Standards of Beauty (and Ugliness) in African Art

African art has a unique quality and aesthetic that makes every piece a valuable addition to any collection. African figurines, for example, can serve as captivating decorations that imbue a space with distinctive character. However, people’s perspectives on these works of art can vary due to differing standards of beauty, influenced by their cultural background. For those open to appreciating art beyond their own norms, it’s helpful to understand what beauty and ugliness mean in the context of African art.


The role of religion and spirituality


African art is not solely an expression of an artist’s creativity; it serves functional and spiritual purposes deeply ingrained in the community’s well-being and survival. For instance, many works are believed to protect the community by guarding ancestral remains or warding off harmful spirits.


Art pieces that focus on male beauty serve another layer of function: they symbolize religious or political authority. Consequently, these are commonly found on altars as talismans against both metaphysical and physical threats.


Concept of beauty from an African lens


Western concepts of beauty can differ significantly from those of Sub-Saharan communities. African art often portrays masculinity through African figurines featuring muscular, youthful bodies with large hands and feet. These physical traits are associated with fieldwork, hunting, and carrying heavy burdens, while youthfulness is linked to good health and fertility.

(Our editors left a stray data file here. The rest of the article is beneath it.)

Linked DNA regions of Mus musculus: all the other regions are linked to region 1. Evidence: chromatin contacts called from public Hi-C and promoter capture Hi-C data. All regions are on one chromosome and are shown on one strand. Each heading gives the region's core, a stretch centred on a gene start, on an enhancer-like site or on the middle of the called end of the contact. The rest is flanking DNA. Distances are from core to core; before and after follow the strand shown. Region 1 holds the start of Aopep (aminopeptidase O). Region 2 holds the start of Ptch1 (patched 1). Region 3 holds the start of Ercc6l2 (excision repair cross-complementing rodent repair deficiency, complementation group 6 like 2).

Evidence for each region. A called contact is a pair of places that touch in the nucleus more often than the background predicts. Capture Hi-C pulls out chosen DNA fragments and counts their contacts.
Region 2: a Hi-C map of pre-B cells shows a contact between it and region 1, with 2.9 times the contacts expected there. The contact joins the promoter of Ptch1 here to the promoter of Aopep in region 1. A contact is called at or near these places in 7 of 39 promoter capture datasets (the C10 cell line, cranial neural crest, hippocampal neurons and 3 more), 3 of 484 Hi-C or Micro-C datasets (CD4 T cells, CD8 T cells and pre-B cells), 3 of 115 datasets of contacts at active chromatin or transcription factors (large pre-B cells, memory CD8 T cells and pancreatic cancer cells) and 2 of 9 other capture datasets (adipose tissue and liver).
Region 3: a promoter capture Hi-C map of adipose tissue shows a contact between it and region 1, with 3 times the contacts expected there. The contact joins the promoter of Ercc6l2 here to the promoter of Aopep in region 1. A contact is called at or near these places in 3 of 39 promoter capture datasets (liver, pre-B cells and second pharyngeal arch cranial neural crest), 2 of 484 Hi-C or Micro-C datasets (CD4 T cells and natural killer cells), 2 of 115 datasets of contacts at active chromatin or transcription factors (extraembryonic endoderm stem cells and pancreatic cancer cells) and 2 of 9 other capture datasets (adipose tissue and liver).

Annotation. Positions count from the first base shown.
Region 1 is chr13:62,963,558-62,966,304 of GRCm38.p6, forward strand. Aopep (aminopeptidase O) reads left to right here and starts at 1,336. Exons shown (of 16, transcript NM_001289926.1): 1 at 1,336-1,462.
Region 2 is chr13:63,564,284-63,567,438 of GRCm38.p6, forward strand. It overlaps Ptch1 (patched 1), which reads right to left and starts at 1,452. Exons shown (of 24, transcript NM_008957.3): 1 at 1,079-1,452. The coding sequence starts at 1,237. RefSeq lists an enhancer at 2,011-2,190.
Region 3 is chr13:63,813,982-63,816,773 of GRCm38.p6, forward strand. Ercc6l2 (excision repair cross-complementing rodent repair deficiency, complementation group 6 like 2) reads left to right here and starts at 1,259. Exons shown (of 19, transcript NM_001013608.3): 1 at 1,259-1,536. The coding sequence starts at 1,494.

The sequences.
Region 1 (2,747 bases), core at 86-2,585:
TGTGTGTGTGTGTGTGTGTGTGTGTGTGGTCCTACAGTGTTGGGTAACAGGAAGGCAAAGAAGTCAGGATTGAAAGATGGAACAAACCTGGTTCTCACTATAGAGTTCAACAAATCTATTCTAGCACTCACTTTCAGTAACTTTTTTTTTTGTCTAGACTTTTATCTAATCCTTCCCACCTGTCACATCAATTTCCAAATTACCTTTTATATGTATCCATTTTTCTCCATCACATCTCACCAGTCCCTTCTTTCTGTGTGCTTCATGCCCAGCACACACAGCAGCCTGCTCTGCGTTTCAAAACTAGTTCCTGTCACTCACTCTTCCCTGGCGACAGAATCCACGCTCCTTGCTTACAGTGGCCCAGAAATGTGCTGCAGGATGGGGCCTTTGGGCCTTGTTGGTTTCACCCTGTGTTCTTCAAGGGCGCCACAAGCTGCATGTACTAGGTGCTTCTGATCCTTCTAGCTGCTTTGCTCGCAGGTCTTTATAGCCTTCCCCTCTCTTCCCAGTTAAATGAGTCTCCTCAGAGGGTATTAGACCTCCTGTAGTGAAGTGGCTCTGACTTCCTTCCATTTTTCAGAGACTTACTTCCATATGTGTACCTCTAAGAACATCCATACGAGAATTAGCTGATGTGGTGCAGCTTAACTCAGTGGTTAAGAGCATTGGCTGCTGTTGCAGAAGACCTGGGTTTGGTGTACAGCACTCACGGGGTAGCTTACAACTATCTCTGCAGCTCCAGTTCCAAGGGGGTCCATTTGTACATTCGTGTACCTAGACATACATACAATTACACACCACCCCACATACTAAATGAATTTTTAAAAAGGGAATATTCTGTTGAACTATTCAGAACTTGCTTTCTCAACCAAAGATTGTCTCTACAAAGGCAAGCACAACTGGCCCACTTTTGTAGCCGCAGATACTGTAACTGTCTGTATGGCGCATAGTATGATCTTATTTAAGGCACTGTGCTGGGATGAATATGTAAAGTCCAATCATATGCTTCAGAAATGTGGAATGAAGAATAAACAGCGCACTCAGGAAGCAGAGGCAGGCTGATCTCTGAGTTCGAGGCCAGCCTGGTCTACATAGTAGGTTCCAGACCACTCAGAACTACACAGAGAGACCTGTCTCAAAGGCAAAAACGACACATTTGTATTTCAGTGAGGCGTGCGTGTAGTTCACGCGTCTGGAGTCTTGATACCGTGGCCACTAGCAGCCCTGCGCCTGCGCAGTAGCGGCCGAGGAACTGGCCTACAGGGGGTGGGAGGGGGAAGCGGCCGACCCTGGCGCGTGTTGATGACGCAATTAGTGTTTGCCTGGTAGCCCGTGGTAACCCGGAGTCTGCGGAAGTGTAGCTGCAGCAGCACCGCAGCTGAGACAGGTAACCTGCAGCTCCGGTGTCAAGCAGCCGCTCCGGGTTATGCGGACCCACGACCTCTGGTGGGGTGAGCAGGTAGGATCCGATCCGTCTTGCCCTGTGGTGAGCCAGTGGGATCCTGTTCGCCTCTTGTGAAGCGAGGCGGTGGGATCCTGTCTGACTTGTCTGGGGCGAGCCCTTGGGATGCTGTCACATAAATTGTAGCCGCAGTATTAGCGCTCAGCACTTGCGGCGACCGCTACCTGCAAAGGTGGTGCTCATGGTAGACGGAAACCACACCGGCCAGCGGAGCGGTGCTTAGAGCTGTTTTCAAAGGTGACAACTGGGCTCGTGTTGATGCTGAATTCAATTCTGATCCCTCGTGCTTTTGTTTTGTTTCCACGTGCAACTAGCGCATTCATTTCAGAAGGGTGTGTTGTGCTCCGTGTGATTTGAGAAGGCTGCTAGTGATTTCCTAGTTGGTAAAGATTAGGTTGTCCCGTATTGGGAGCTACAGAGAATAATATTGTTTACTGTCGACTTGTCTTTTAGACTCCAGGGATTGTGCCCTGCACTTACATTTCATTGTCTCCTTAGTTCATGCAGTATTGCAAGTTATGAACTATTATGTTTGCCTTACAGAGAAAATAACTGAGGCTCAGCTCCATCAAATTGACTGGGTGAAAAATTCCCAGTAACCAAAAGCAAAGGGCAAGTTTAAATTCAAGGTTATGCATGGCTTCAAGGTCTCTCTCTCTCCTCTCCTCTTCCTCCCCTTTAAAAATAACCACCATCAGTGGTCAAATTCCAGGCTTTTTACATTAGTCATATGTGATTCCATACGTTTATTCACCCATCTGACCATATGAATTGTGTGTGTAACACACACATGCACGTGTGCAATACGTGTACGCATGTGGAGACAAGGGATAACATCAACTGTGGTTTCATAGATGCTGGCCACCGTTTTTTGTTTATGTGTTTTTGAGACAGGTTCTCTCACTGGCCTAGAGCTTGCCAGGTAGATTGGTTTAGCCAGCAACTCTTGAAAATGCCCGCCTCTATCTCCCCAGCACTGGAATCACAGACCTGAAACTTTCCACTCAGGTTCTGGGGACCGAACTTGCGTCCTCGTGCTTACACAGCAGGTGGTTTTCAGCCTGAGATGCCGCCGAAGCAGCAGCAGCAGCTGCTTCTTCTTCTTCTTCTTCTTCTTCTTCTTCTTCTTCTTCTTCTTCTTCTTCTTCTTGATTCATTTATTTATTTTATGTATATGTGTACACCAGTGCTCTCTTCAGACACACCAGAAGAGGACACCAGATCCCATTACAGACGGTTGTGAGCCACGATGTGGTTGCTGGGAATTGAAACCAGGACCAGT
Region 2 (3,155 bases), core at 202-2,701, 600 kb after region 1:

Feminine beauty in African art is often characterized by voluptuous figures with rounded hips, a large belly, and ample buttocks. These features symbolize maternal strength and fertility. Female figures also usually come adorned with elaborate jewelry and intricate hairstyles, markers of beauty and high social status in many African societies.


Scarification and the pursuit of smooth skin


Scarification is a common practice among many African cultures, involving the creation of patterns or designs on the skin through cutting or branding. Especially for women, facial scarification is considered an enhancement of beauty.


Smooth skin is another widely accepted standard of beauty in African art and cultures. Therefore, African figurines and sculptures are often polished to a glossy finish using stones or leaves. This smooth surface is not just a sign of physical beauty but also a metaphor for harmonious social relations. Conversely, rough and coarse textures are generally considered unattractive.


The notion of ugliness in African art


In the context of African art, ugliness is often linked to natural elements like animals and wilderness, whereas beauty is associated with human society, including communities and villages. Figurines are sometimes crafted to attract spirits, preventing them from causing illness or misfortune. These art pieces serve as vessels for these spirits, who are then appeased through offerings.


Ugliness in African art isn’t always negative; it can also evoke powerful emotions like fear and awe, which in turn command authority and power. Some artworks intentionally combine elements of both beauty and ugliness to captivate and unsettle the viewer. Besides that, beauty and ugliness are subjective and in the eye of the beholder and informed by the beholder’s disposition.


Discover more about African tribal art.


Explore the intricate beauty of African figurines and other artisanal pieces from African Angel Art. Each artwork not only tells a story but also empowers the talented artisans who create them.




About the author:


African Angel Art offers paintings, sculptures, and prints. It is often created by artists who deeply connect to African art and spirituality. African Angel Arts is dedicated to fostering connections between various global cultures and dispelling misconceptions, boundaries, and anxieties related to race. Their core belief is that nurturing cultural interactions serves as the most effective means to foster relationships across social, economic, and political gaps. Their aim is to portray the magnificence and importance of these celestial entities in a manner that harmonizes with the rich cultural legacy of the continent.

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